Since hippocampal (HPC) neural activity does not reliably and accurately predict future choices in context- dependent tasks, experience-dependent and intentional behaviors must be enabled downstream of HPC, perhaps where information about one?s internal state (e.g. level of motivation, stress, and emotion) has an opportunity to bias cortical instructions for future behaviors. Indeed often one may ?know? what to do in a given situation, yet the condition of one?s internal state often prevent even desired responses from occurring. The present application tests the novel hypothesis that the lateral habenula (LHb) is pivotally important for determining the expression of HPC/mPFC-dependent memory and decisions because it integrates current internal state information with HPC/mPFC output to enable (or not) responses (60). This hypothesis is not predicted by the more common but narrower view that LHb directs choice behavior because it signals negative task conditions (11,23-26).
AIM 1 will test whether interactions across the HPC-mPFC- LHb circuit are necessary to perform accurately on a HPC and mPFC-dependent spatial delayed alternation task that requires flexible decision making. Exp. 1: Since there are no known direct connections between HPC and LHb, their interactions will be studied using an established (muscimol-induced) disconnection paradigm. Preliminary data show that HPC-LHb interactions are necessary for accurate performance on the delayed alternation task. Exp. 2: Direct connections between mPFC and LHb have been described (4). Thus, optical inhibition of mPFC terminals in LHb will test the necessity of mPFC-LHb interactions for accurate task performance.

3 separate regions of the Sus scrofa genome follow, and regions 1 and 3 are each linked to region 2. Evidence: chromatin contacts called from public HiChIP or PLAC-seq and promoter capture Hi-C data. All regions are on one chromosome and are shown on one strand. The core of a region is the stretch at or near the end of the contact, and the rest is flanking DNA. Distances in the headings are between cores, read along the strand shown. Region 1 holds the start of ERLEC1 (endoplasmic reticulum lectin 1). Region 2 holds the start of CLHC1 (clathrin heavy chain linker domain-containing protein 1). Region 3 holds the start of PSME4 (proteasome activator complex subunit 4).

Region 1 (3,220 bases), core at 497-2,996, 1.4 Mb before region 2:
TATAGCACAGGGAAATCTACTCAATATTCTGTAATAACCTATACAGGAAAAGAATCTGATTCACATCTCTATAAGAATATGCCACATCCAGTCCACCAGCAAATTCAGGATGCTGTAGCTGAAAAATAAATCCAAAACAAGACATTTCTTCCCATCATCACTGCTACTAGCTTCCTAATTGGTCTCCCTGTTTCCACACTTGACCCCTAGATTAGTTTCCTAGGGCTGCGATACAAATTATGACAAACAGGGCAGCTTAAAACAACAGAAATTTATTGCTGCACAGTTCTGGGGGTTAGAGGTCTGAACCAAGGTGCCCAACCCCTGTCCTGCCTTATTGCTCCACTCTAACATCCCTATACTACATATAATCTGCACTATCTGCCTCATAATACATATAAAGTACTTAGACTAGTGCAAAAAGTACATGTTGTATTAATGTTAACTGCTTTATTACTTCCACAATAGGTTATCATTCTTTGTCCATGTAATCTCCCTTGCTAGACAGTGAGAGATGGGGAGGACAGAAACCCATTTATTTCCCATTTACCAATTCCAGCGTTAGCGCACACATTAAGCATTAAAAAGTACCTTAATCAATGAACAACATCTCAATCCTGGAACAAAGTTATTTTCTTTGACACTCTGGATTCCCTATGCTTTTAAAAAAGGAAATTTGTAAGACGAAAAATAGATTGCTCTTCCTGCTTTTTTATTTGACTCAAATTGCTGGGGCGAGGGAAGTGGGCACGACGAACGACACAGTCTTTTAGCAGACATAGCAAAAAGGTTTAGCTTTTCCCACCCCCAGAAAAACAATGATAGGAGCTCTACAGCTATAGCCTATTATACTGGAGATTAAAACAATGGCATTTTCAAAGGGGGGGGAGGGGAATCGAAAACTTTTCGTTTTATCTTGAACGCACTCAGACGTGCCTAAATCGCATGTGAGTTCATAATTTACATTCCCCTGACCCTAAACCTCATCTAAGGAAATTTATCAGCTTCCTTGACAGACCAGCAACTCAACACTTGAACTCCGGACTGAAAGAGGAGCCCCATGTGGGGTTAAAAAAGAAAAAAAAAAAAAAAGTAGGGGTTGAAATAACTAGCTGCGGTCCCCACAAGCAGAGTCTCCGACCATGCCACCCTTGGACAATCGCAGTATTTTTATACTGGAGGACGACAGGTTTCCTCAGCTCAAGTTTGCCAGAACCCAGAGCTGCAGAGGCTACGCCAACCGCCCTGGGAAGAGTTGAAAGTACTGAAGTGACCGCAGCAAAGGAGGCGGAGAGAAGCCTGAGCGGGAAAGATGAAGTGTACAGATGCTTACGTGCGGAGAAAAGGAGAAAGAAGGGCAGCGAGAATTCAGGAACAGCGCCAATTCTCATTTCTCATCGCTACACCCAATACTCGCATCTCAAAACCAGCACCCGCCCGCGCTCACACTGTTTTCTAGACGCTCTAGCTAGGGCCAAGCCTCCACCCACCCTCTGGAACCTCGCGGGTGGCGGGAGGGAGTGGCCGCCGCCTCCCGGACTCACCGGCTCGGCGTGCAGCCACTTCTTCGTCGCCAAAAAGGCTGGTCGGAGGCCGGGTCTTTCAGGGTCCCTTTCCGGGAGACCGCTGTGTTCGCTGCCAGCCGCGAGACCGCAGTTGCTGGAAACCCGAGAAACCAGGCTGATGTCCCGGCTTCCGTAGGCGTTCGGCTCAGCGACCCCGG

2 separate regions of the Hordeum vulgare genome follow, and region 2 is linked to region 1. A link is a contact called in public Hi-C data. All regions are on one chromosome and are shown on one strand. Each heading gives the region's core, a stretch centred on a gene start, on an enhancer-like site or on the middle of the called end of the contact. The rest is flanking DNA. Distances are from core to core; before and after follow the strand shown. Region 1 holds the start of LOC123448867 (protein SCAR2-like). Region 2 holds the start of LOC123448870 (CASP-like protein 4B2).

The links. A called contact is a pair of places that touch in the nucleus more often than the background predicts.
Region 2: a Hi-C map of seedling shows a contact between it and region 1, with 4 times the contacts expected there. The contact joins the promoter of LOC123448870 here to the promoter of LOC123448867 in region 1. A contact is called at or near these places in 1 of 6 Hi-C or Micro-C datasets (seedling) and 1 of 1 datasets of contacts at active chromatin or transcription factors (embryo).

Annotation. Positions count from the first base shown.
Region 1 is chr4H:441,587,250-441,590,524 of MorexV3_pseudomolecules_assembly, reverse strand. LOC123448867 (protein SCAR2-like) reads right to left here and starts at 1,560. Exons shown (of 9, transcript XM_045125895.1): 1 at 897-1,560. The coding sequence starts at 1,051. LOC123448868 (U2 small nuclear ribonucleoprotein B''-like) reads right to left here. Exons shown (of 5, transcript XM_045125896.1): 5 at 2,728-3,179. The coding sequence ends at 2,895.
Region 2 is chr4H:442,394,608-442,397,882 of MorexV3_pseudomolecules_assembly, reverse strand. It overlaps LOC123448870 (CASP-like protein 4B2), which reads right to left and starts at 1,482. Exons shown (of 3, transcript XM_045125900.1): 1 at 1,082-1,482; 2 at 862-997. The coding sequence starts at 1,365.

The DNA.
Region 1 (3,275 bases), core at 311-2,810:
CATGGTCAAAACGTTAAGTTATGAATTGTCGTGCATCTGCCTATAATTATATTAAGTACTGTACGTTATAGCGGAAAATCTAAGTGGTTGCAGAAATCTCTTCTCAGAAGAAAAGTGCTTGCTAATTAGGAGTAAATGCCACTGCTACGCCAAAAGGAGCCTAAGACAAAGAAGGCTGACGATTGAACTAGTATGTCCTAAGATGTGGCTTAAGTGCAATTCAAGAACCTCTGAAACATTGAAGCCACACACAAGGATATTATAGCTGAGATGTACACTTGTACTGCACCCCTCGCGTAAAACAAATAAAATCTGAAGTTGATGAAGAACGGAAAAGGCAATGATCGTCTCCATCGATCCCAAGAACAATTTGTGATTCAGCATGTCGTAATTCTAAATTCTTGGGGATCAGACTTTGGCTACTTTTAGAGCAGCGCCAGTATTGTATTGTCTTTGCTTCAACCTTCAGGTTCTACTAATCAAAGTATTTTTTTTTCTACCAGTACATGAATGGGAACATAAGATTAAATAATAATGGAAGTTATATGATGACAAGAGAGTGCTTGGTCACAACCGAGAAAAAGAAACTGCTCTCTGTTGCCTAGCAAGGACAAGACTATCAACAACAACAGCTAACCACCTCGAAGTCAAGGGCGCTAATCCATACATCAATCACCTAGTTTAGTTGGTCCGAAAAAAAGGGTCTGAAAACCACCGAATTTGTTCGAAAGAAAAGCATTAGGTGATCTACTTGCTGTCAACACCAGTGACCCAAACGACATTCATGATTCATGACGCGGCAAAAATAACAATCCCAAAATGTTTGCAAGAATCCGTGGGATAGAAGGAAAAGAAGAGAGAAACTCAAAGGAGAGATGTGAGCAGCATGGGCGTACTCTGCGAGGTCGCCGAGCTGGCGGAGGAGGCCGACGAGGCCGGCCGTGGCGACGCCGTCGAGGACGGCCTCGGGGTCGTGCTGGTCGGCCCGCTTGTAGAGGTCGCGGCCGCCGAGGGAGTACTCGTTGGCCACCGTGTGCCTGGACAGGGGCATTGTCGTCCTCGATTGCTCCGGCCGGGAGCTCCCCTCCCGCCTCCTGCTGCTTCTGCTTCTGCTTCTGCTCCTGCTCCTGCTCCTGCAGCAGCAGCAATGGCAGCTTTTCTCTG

Aim 2 will characterize the nature of HPC-LHb theta coherence during spatial delayed alternation task performance. Then we will determine the relative contributions of memory (via mPFC input) and internal state information (via lateral hypothalamus, or LH, input) to HPC-LHb coherence. Coordinated theta phase and power relationships across structures will be studied to better understand the direction of information flow, and the nature of information shared during bouts of theta coherence. Using the same animals, we will then determine the relative influence of memory system input (via PFC) and internal state input (via LH) on HPC-LHb theta coherence using retroviral and optogenetic methods. In summary, this R21 application seeks ?proof of concept? evidence for a novel hypothesis that could lead to new therapeutic approaches to improve lateral habenula-mediated disorders of behavioral control.
In order to understand factors that predict and control our behaviors, it is necessary to understand how our memories come to impact our choices and actions. Often we may know what to do in a given situation, yet internally-generated factors such as our motivation or emotional state ultimately determine whether we act on our knowledge. The proposed research seeks ?proof of concept? support for a novel hypothesis that the lateral habenula is critical for the integration of memory and internal state information needed for adaptive control of behaviors. Our findings should inform future therapeutic treatment of disorders of behavior control.